In one aspect of the present invention, an IAP antagonist that is a monomeric, homodimeric or heterodimeric compound having the general formula I or IV, depicted below, and pharmaceutically acceptable salts thereof. Solvates including hydrates, stereoisomers including enantiomers, crystalline forms including polymorphs, and the like are encompassed within the scope of the invention.

Another embodiment of the present invention is the therapeutic combination of compounds of the present invention with TRAIL or other chemical or biological agents which bind to and activate the TRAIL receptor(s) TRAIL has received considerable attention recently because of the finding that many cancer cell types are sensitive to TRAIL-induced apoptosis, while most normal cells appear to be resistant to this action of TRAIL. TRAIL-resistant cells may arise by a variety of different mechanisms including loss of the receptor, presence of decoy receptors, or overexpression of FLIP which competes for zymogen caspase-8 binding during DISC formation. In TRAIL resistance, Smac mimetics increase tumor cell sensitivity to TRAIL leading to enhanced cell death, the clinical correlations of which are expected to be increased apoptotic activity in TRAIL resistant tumors, improved clinical response, increased response duration, and ultimately, enhanced patient survival rate. In support of this, reduction in XIAP levels by in vitro antisense treatment has been shown to cause sensitization of resistant melanoma cells and renal carcinoma cells to TRAIL (Chawla-Sarkar, et al., 2004). The Smac mimetics disclosed herein bind to IAPs and inhibit their interaction with caspases, therein potentiating TRAIL-induced apoptosis.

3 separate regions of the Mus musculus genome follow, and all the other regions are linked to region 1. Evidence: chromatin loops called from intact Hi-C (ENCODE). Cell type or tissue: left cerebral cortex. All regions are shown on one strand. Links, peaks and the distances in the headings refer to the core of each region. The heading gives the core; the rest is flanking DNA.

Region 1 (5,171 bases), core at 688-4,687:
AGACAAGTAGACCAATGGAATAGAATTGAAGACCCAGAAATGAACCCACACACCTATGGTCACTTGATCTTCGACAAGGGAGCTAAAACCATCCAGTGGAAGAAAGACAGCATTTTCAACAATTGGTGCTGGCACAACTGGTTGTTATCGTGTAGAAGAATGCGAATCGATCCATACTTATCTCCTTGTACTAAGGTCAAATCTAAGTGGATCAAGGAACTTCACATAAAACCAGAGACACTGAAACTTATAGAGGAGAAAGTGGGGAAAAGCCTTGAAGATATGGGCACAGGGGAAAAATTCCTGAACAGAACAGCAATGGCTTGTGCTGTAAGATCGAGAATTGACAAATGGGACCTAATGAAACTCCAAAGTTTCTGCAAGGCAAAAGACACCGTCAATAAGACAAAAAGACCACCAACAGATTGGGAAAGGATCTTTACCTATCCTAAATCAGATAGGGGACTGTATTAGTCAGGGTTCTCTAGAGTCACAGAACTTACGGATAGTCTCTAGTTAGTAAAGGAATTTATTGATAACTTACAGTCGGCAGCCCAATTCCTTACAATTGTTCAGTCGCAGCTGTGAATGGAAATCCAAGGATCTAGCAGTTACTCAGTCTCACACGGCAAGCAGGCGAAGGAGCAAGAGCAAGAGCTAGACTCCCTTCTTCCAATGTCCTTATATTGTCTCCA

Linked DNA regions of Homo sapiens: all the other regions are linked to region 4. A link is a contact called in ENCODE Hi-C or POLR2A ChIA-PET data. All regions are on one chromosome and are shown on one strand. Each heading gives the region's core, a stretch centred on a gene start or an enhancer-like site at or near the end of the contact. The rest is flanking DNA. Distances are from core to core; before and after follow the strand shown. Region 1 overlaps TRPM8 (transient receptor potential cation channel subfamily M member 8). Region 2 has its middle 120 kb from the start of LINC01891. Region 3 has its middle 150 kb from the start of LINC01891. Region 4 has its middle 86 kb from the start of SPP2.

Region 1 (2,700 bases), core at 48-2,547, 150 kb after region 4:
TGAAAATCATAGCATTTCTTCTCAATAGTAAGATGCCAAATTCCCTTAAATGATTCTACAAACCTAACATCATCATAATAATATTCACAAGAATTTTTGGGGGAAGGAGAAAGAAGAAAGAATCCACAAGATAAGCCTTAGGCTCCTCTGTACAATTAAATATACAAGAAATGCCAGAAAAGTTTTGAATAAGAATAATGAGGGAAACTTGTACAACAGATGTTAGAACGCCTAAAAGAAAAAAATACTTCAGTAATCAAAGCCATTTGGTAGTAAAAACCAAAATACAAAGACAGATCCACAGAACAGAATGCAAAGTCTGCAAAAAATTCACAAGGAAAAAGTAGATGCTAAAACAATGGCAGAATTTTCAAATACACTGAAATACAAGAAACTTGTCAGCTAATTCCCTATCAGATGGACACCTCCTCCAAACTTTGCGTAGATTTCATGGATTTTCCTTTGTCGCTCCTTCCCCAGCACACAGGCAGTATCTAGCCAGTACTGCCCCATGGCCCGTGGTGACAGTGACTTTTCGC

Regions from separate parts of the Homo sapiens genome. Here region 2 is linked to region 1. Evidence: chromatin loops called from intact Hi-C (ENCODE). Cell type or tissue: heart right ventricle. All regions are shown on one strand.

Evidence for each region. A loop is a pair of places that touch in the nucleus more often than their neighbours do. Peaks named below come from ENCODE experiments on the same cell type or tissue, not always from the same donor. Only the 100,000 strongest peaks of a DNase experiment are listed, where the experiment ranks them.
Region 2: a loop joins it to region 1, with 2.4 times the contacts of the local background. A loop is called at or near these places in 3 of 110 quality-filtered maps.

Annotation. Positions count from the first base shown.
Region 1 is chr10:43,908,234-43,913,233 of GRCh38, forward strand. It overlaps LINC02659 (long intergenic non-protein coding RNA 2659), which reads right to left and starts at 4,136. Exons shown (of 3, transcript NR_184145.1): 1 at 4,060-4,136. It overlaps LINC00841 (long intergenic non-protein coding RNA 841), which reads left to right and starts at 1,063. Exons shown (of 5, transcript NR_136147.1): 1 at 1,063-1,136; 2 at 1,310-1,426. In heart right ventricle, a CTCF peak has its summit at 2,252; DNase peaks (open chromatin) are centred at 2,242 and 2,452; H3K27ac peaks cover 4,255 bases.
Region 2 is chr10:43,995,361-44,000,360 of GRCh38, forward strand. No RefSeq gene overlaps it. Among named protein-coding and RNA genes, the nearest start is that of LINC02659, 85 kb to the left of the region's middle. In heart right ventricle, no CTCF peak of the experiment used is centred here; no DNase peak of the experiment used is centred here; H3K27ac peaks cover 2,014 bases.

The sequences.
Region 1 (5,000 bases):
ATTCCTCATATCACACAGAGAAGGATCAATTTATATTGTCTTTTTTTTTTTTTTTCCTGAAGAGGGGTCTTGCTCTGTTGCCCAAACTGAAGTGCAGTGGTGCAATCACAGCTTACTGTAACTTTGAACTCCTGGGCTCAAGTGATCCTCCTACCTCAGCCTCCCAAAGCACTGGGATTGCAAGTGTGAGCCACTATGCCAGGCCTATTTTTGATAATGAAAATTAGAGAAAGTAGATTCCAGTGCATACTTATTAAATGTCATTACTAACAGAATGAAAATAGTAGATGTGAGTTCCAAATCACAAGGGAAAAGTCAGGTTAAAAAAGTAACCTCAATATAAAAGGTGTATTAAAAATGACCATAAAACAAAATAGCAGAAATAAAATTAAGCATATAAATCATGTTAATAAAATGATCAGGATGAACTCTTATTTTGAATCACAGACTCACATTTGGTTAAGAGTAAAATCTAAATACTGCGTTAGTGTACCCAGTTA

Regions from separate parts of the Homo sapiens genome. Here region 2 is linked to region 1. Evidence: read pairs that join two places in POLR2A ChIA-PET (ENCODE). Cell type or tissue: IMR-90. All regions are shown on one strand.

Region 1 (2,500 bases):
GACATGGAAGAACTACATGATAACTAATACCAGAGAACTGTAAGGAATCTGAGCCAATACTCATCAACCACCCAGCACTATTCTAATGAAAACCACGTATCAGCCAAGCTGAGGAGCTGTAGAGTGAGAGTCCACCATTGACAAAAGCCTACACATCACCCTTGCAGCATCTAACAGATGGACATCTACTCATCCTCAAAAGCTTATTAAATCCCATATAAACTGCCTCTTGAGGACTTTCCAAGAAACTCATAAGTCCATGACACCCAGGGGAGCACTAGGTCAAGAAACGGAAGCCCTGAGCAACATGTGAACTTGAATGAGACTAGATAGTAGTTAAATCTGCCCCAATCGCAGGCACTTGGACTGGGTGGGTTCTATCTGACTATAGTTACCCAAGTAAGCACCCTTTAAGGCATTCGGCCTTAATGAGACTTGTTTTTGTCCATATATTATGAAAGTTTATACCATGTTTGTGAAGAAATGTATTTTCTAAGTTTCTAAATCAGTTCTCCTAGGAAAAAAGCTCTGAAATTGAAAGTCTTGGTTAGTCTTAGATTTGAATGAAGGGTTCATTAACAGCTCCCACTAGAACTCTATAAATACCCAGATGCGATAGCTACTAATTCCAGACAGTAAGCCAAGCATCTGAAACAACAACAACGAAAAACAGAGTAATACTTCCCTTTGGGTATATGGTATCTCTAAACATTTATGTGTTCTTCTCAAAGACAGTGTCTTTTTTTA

Another embodiment of the present invention provides Smac mimetics which act synergistically with topoisomerase inhibitors to potentiate their apoptotic inducing effect. Topoisomerase inhibitors inhibit DNA replication and repair, thereby promoting apoptosis and have been used as chemothermotherapeutic agents. Topoisomerase inhibitors promote DNA damage by inhibiting the enzymes that are required in the DNA repair process. Therefore, export of Smac from the mitochondria into the cell cytosol is provoked by the DNA damage caused by topoisomerase inhibitors.